Outbreaks of highly pathogenic avian influenza (HPAI) serotype H5N2 appear to be slowing in the US, but the potential for new outbreaks as migrating birds move south in autumn is high, reports Eric Gingerich, DVM (Technical Specialist in Poultry, Diamond V).
Higher seasonal temperatures are helping, along with growth of vegetation – corn and soybeans growing in fields around poultry houses – which helps to reduce movement of dust carrying virus particles.
However, during summer, migratory waterfowl flyways intermingle in the Arctic, so with the coming of autumn and the return of infected birds, resurgence in H5N2 outbreaks is likely. It can become a perennial national threat.
The unprecedented losses of Midwestern poultry producers so far this year have been horrendous. The loss of turkeys has amounted to about 3.1 per cent of the US annual production. For layers, the loss has been about 11.2 per cent of the US population of layers as of March 2015. Five Midwestern states have been hit the worst (table).
As HPAI spread, egg production and inventories declined and prices began to rise steeply at the end of April (chart).
Also, according to the UDSA’s monthly turkey hatchery report released last week, turkey eggs in incubators were down 5 per cent and poults were down 8 per cent from last year.
How are officials destroying and disposing of birds on infected premises?
To prevent further spread of the disease, proper disposal of birds from infected premises is necessary.
When an infected premise is confirmed, the flocks surrounding the infected premise within 6.2 miles are surveyed for evidence of the virus as well as any dangerous contacts (feed mill routes, crew activity, and so on).
Flock movement from this area requires several negative tests and permission from the USDA incident commander before issuance of a movement permit. Movement of eggs requires daily testing of mortality from each flock on a premise along with assurance that there are no clinical signs of avian influenza before a permit is given.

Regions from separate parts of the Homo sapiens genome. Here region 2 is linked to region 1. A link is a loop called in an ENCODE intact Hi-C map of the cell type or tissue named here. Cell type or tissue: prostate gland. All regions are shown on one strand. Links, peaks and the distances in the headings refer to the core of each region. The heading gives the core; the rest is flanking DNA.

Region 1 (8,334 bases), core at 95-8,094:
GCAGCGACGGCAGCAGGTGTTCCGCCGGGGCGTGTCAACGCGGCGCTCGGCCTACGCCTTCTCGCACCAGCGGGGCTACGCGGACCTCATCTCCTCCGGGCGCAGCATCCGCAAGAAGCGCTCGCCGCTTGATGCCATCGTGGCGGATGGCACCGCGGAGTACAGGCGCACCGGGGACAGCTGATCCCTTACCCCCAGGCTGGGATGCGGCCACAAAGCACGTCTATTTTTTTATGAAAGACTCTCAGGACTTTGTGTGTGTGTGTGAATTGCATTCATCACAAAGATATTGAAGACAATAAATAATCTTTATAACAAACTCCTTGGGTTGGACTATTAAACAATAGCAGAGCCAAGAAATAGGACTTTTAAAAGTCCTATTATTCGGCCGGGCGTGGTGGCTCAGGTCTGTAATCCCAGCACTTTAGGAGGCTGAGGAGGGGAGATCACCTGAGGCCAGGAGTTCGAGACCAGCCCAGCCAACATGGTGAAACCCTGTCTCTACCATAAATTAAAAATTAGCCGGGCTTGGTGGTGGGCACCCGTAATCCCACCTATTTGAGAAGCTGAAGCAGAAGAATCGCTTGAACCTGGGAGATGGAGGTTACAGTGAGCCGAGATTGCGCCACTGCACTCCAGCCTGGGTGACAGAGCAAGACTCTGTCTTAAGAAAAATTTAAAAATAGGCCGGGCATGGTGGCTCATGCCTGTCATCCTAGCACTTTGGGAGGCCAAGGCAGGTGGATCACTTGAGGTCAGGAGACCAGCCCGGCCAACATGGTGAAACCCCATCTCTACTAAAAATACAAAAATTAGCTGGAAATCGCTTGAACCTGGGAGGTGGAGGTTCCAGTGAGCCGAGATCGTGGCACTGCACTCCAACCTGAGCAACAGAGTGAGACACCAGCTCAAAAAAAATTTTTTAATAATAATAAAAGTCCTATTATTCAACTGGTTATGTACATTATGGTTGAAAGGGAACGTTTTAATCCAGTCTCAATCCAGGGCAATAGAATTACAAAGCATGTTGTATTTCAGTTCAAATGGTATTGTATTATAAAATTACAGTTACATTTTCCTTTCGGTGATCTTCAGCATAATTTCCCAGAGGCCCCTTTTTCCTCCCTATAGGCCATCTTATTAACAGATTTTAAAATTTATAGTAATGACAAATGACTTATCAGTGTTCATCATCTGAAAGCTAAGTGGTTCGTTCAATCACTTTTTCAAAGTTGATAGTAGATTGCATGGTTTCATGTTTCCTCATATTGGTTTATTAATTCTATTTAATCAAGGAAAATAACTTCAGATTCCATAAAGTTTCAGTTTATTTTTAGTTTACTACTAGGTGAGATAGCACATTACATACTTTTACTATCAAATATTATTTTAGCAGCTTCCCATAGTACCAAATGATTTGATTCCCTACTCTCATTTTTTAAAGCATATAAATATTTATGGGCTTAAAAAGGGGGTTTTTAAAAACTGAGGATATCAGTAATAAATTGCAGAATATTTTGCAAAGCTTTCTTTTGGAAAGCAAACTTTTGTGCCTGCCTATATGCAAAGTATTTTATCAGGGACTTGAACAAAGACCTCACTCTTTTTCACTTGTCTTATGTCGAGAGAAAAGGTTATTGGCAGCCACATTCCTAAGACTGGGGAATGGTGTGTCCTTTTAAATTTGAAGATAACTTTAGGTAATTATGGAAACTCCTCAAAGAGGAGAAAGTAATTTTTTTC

On infected farms, depopulation of turkeys is mostly done by using fire-fighting foam. In some cases with older birds, it has been difficult to obtain enough foam to cover the heads of these tall birds, especially if they are able to stand on other dead birds.
For layers or pullets, the modified atmosphere killing (MAK) carts are used as a means of applying the fire-fighting foam in cages, although the technique has not been perfected as yet.
Some delays in depopulation result from a lack of a supply of carbon dioxide that is used for euthanasia in these carts. Also, this process is rather time consuming and cumbersome, which can delay the death of these virus-producing birds. A much quicker method is needed to euthanise these birds and stop them shedding virus.
Disposal of a huge amount of dead birds is a monumental task. All means of disposal are being utilised: burial, incineration, composting, and landfills. The most common means of disposal for turkeys is composting in the house.
For layers, it is not possible to compost birds in cage layer houses without pits. So, producers are using burial, incineration, transport to landfills, and composting on fields.
Re-population of an infected premise cannot take place until the premise has undergone complete cleaning and disinfection, has tested negative for virus, and has passed a 21-day waiting period. In addition, all flocks in the surveillance zone must be eligible for repopulation as well.
How can producers keep avian flu out of their flocks?
Enhanced biosecurity and resistance-building tactics used by producers to keep HPAI out of their flocks include the following practices.
Air, water, feed:
Truck drivers and others:
Innovation for future disease protection
The recent HPAI outbreaks are generating innovative approaches to enhance biosecurity, especially under conditions where the contamination is present just outside the poultry house.
Here are some future biosecurity interventions:
But biosecurity alone is not stopping this beast of a virus.
Vaccination is an option, depending on whether USDA determines that it can help reduce the number of outbreaks, thereby making more efficient use of our eradication resources.
Vaccination is going to mean a different monitoring system than in the past. The new system is likely to be based on sentinel bird use or antigen detection rather than on serology.